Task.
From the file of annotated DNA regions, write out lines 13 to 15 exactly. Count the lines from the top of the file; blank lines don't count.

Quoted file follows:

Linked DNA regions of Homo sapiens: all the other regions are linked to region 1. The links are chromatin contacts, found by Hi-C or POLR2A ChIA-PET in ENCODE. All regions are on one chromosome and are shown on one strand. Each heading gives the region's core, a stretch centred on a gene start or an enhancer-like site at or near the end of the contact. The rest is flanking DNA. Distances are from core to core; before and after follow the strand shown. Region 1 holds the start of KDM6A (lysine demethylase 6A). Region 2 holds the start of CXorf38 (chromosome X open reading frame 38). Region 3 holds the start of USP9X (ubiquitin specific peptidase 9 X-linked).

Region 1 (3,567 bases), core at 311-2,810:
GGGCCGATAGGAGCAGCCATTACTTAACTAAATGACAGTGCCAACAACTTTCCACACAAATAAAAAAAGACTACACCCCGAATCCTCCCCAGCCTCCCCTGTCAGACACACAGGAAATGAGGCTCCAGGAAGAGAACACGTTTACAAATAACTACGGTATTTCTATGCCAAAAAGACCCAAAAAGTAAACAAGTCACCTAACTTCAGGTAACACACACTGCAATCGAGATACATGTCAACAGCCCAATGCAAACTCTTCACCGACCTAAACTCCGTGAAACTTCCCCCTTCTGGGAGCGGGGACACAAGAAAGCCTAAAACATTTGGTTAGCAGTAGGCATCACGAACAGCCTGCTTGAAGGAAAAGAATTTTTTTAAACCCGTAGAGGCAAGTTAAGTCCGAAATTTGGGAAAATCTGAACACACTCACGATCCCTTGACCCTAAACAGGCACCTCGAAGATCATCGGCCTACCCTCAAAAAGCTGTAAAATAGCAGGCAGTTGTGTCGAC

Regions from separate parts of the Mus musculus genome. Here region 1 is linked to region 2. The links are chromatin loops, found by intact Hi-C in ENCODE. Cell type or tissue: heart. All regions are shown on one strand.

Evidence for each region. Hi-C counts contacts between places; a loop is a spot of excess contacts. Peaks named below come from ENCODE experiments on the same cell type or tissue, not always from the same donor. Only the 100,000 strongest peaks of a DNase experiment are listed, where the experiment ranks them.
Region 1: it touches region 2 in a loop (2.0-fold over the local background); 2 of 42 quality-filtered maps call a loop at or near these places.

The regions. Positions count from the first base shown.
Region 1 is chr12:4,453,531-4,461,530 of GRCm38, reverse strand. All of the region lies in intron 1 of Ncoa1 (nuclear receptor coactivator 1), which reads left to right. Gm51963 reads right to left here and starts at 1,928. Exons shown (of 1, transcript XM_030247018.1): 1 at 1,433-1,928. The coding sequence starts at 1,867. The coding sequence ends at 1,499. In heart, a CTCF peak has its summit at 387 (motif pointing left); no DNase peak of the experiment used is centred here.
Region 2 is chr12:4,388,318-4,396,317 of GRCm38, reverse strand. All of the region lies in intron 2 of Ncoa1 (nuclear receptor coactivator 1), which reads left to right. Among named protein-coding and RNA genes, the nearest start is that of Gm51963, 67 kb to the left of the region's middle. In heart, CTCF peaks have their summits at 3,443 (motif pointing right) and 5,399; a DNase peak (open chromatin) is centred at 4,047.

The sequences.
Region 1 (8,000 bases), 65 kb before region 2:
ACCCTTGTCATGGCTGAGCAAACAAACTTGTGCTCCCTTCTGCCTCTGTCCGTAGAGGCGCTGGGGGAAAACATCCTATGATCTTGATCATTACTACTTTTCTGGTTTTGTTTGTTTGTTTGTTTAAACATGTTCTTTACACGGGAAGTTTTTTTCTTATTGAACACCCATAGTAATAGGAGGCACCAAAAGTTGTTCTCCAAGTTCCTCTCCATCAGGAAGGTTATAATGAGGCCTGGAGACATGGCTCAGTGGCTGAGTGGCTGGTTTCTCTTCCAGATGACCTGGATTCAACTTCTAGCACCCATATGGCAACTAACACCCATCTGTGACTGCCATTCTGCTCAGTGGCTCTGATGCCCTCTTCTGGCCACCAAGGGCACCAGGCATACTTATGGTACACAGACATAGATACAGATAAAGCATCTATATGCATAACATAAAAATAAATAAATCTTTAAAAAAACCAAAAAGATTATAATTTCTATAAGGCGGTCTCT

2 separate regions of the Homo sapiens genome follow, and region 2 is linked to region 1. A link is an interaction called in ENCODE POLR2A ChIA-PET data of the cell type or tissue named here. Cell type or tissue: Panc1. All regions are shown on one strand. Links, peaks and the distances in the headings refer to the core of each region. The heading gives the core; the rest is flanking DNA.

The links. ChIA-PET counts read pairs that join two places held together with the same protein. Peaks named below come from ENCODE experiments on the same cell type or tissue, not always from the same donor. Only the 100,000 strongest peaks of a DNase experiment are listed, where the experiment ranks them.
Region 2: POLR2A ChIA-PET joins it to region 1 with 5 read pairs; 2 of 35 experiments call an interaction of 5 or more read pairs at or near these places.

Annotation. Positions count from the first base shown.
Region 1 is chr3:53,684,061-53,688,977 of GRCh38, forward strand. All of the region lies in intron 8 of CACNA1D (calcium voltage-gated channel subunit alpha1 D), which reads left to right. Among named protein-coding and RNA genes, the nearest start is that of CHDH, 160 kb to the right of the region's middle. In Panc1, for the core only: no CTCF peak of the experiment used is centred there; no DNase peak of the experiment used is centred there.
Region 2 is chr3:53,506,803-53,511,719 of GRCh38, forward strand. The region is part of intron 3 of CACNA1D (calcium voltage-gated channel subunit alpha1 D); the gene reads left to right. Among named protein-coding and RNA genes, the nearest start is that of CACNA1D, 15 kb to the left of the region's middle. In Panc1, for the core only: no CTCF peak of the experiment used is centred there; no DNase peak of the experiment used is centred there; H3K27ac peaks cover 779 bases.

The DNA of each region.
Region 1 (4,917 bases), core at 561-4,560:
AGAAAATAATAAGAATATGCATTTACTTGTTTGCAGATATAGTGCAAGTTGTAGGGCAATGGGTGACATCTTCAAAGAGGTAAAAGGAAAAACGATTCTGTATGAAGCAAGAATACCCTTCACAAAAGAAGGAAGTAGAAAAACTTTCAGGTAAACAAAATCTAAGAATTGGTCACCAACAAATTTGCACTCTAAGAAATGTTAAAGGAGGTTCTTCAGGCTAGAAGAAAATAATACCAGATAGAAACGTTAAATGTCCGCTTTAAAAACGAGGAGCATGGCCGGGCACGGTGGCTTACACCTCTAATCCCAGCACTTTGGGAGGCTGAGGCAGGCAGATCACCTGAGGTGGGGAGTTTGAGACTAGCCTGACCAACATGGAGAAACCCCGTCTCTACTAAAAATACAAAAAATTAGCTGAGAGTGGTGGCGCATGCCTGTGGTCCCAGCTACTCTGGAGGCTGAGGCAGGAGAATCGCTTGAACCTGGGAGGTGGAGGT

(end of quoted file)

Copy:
2 separate regions of the Homo sapiens genome follow, and region 2 is linked to region 1. A link is an interaction called in ENCODE POLR2A ChIA-PET data of the cell type or tissue named here. Cell type or tissue: Panc1. All regions are shown on one strand. Links, peaks and the distances in the headings refer to the core of each region. The heading gives the core; the rest is flanking DNA.

The links. ChIA-PET counts read pairs that join two places held together with the same protein. Peaks named below come from ENCODE experiments on the same cell type or tissue, not always from the same donor. Only the 100,000 strongest peaks of a DNase experiment are listed, where the experiment ranks them.
Region 2: POLR2A ChIA-PET joins it to region 1 with 5 read pairs; 2 of 35 experiments call an interaction of 5 or more read pairs at or near these places.